The alarm rang at 3am on Saturday morning.  You know that feeling before you go on a long anticipated vacation and you just can’t sleep the night before?  That was us.  The previous night we had everything ready to go, a place for Sylvie to sit in the car with a comfy bed, a cuddly blanket, a new toy and some pee pads.  We obviously had road snacks and water too (for both dog and human).  This was going to be a long drive, almost 8 hours one way.  That may not sound too bad but we were going down and back in one day, so add on traffic, pit stops and the time we spent with her puppy parents and you have a 20 hour trip.

With all of our things, including a pillow, we headed out into the dark.  The roads were empty but a few twinkling headlights.  I took a nap somewhere in northern Virginia before it was my turn to drive, waking up to the morning light breaking through the thick fog.  We had done this trip before when we chose the breeder we were getting Sylvie from.  We wanted to meet them first, see where the puppies were raised and see her dog parents before choosing to take home a puppy.  Research is key when selecting a breeder.  Sylvie’s parents are now retired having only had a few litters and they are now living out their lives on their beautiful property, keeping an eye out for the trespassing deer.  When we met her human parents we were welcomed into their home like long time friends.  Now we were heading back to take 10 month old Sylvie home.  (Below is a picture of Sylvie when she was only about a month old living with her puppy parents):

We drove along the winding country roads past farms and dairies, fields of corn and soy, past cities and towns and Shenandoah National Park off in the distance.  Shenandoah is one of the few national parks that allow dogs on many of the hiking trails (Acadia in Maine does also).  I admired it from a grand distance with hopes to return with Sylvie.  (Stay tuned for more posts on dog-friendly hiking!).

Soon we arrived, driving up to the house tired from the drive but beyond excited.  We couldn’t wait to meet our new corgi puppy!  We were greeted with excitement from her puppy parents as they held Sylvie in their arms as we pulled up.  Her puppy parents told us that her ears had just stood up the other day (they stay flopped for the first few months).  She tucked her head away, shy of the new humans.  We walked inside and Sylvie started running and playing with her mom and dad as we spoke to her puppy parents and got the necessary paperwork, puppy gift bag and other goodies.  Here are some important things to consider when choosing where to get your new corgi puppy: Sylvie, her parents and her puppy owners are registered with the AKC.  Her doggy dad has a rather long and impressive pedigree, which means you are getting a corgi closer to the breed standard if that’s something that matters to you.  Her dog parents were also tested for various illnesses that can affect corgis, like Von Willebrand’s Disease and Degenerative Myelopathy, making sure they were either not carriers or clear of the disease themselves.  Sylvie also received all her necessary vet care prior to coming home with us and was raised indoors to prevent exposure to other illnesses before receiving all her shots.  These are important things to consider when getting a new puppy.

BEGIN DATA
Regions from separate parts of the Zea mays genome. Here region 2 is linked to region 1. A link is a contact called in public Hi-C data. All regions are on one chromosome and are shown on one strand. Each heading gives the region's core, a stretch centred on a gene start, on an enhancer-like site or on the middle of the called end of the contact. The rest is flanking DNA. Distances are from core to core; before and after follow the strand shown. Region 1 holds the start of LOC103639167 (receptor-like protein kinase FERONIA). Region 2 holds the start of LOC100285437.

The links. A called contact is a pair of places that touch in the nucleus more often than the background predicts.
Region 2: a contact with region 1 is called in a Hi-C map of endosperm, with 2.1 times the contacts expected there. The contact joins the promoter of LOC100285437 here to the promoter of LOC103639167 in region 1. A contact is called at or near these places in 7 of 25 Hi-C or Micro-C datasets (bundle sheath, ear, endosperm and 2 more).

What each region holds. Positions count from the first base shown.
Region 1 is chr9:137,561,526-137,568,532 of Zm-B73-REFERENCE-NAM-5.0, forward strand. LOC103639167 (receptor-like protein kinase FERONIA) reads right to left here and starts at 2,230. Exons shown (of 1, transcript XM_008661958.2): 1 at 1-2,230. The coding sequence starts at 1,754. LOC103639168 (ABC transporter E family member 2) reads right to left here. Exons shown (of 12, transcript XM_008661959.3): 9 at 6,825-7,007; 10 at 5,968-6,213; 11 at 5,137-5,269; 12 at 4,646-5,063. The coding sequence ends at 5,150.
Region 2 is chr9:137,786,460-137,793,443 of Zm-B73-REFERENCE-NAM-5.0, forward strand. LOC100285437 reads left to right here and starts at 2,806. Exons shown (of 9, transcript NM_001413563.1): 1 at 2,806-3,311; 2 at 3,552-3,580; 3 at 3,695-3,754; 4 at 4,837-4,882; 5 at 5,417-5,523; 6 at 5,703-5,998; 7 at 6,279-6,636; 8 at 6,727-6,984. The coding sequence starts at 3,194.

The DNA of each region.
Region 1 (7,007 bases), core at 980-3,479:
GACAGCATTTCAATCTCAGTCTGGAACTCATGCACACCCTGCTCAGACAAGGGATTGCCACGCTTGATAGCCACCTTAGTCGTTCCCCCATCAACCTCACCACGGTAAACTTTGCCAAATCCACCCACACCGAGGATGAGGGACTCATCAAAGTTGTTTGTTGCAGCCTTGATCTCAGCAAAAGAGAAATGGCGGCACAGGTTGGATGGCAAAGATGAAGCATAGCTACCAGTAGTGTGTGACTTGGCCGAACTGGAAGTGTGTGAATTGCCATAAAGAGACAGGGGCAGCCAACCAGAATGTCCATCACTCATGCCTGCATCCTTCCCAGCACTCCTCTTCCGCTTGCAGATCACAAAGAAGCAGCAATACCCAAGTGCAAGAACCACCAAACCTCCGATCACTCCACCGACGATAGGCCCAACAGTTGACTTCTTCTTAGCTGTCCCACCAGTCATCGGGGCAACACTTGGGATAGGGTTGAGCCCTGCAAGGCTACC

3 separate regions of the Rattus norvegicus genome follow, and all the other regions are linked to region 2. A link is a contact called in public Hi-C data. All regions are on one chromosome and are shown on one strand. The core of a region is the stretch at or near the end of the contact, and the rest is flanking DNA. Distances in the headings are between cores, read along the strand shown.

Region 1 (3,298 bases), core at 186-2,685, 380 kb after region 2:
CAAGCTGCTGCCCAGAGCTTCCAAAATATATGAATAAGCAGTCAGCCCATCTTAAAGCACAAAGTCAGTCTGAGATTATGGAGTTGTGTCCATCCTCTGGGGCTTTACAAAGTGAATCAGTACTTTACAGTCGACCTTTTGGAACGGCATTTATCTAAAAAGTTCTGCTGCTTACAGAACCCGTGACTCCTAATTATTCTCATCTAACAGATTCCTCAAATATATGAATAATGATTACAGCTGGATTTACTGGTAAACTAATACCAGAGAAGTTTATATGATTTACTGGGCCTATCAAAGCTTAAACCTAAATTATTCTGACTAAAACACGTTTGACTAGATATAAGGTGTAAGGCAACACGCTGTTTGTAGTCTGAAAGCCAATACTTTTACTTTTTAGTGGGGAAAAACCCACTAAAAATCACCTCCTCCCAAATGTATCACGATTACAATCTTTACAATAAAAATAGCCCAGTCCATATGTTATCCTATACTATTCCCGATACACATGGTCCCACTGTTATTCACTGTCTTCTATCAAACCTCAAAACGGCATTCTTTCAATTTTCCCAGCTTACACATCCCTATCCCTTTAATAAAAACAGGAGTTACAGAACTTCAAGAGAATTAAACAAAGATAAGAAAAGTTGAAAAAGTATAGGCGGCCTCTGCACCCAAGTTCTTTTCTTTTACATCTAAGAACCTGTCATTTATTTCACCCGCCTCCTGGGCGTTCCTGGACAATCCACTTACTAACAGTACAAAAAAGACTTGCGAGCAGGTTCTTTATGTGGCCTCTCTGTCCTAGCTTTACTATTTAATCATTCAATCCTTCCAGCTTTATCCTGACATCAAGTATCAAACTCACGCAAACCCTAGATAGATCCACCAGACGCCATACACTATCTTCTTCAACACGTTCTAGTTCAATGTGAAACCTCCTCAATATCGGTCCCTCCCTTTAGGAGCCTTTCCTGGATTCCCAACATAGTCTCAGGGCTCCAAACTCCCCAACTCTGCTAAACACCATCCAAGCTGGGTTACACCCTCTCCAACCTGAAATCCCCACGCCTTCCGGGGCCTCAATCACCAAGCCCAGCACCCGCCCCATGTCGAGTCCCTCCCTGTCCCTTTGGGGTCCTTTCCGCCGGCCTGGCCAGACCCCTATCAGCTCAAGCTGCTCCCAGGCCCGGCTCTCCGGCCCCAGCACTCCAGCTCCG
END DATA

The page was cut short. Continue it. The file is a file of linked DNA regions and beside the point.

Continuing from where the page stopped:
We scooped Sylvie up and it was love at first sight.  She was a bit sad to leave her parents (who wouldn’t be) but we plan to travel back to South Carolina so she can visit them one day.  Her dog parents bid Sylvie goodbye and were happy to head back inside and play, enjoying their child free home.  We slipped Sylvie’s new collar on, set her in the back seat with all her creature comforts and thanked her puppy parents.  I sat in the backseat with Sylvie for the first part of the ride, squeaking her new fox toy and making sure she was comfortable.  It took her no time at all to have a huge smile on her face.  Car tips for bringing home a puppy: plan your route and make sure you can stop at least every one to two hours, have water available and in an easily drinkable bowl (we had a handy water bottle with a spout given to use by her puppy parents), have a comfortable, safe place for them to ride in the car (you can also have them in a crate if your car is big enough, one of us sat in the backseat instead) and have pee pads down just in case of an accident.  Sylvie was nervous enough that she didn’t go to the bathroom until we got back to our home, despite numerous stops.  She also didn’t make a peep in the car, most likely because of the new setting.  I’ve heard from others that their puppies are good on their first car rides too, but it can vary.

Bringing home a new puppy is exciting, slightly nerve-wracking, and an all around adventure.  Here’s to a corgi filled future!